As long as you are careful enough to see what is good and true, then it’s fine. Some Protestant commentaries (especially Berkely’s) are wonderful and much better than certain recent “Catholic” ones that are infected with Modernism.

Our Lady, Exterminatrix of Heresy, pray for us!

True. For example, Keil and Delitzsch’s Old Testament Commentary is an excellent resource. I wish “Catholic” commentaries would stick to Tradition and the Church Fathers (who lived much closer to the time of the Scriptures than, say, Raymond Brown) to avoid scandalizing the doubtful. :frowning:

What? I thought we worshiped the same God and God-man! Maybe I should refer to God as “my Father and Protestant God” in prayer.

Okay, so what do you think Catholic apologists read to find out what they’re up against? Are apologists in a constant state of mortal sin?

This. :thumbsup:

If this troubles your faith, you have the obligation to stop. I recall beginning to read a Protestant commentary on John that I heard well-recommended, and found him quickly assailing Catholic veneration of the Virgin Mary. I no longer have that book.
All the same, I admire many Protestants and appreciate Barclay’s commentaries on Scripture, which Bishop Sheen for his part much appreciated.
But I don’t think you should get all your spiritual nourishment from another religion (not that I am saying that you do), which would seem out of place.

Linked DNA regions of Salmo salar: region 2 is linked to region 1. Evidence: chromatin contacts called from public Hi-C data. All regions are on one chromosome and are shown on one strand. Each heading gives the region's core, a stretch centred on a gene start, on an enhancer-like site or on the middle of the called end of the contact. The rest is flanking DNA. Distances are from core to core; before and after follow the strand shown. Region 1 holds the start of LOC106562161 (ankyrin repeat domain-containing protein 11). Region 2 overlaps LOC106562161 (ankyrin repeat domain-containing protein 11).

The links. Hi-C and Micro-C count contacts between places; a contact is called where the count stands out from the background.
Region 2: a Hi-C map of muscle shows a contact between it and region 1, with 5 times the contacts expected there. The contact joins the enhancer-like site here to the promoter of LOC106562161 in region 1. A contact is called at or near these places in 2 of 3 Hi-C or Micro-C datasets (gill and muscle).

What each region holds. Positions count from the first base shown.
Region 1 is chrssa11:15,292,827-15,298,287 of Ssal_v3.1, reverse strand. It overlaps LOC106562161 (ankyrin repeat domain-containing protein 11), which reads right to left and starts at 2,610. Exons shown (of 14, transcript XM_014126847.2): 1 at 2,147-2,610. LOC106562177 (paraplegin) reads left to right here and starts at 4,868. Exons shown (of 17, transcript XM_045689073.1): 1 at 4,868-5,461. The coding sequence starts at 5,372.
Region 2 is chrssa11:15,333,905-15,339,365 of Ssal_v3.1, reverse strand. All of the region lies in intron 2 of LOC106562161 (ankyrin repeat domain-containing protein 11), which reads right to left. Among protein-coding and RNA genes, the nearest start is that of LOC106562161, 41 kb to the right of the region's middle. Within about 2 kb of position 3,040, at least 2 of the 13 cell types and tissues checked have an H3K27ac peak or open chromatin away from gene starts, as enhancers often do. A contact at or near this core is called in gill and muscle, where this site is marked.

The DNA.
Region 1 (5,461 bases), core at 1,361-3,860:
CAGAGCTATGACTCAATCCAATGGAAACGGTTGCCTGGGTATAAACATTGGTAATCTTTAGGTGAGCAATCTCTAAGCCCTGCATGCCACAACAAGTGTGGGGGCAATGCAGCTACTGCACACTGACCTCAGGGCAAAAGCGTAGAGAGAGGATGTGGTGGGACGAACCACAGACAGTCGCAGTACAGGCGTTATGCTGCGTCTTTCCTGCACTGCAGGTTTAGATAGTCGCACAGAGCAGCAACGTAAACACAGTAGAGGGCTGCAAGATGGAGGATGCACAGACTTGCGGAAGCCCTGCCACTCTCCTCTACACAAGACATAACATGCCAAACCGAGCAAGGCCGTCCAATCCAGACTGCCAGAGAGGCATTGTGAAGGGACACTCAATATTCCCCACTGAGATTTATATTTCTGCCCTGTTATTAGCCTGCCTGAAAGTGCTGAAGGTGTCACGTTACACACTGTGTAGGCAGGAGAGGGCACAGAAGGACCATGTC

I don’t think this a matter for confession, unless such sermons are doing you spiritual harm. You could always ask the priest about this matter the next time you go to confession.


It can be a sin, especially if you have full knowledge that what they will say is heretical. I used to be Church of England, but now refuse to enter a Protestant “church” because I know what they teach.

As for commentaries, the Haydock Commentary quotes from some good Protestants, but I would be careful. I only read Protestant works to refute them, and that is all. Regarding sermons, you should stop, unless you wish to refute what they say. For example, I heard a sermon online by a Baptist “minister” who said that Christians don’t need to observe the Ten Commandments anymore because somehow Jesus got rid of them!

If you wish to confess, please do. It won’t hurt. The Church has the fullest and clearest Teaching, so there is no need to turn elsewhere. Stay with the Church Fathers, Councils etc.

God bless.

As an ex-Church of England, I am not so sure. For example:

The Biblical Jesus said: “This is My Body” - but the Protestant Jesus said “This is not my body”.

The Biblical Jesus said: “Then will He render to every man according to his works” - but the Protestant Jesus said “Faith alone”.

The Biblical Jesus said: “Baptise in the Name of the Father and of the Son and of the Holy Ghost” and also “he that believeth and is baptised shall be saved” - the Protestant Jesus said “Faith alone” etc, etc.

The more I compare the two, the more I am convinced that the Jesus that Protestantism believes in is not the Biblical Jesus. Individual Protestants may have a sincere faith in the Biblical Jesus, but that’s about it.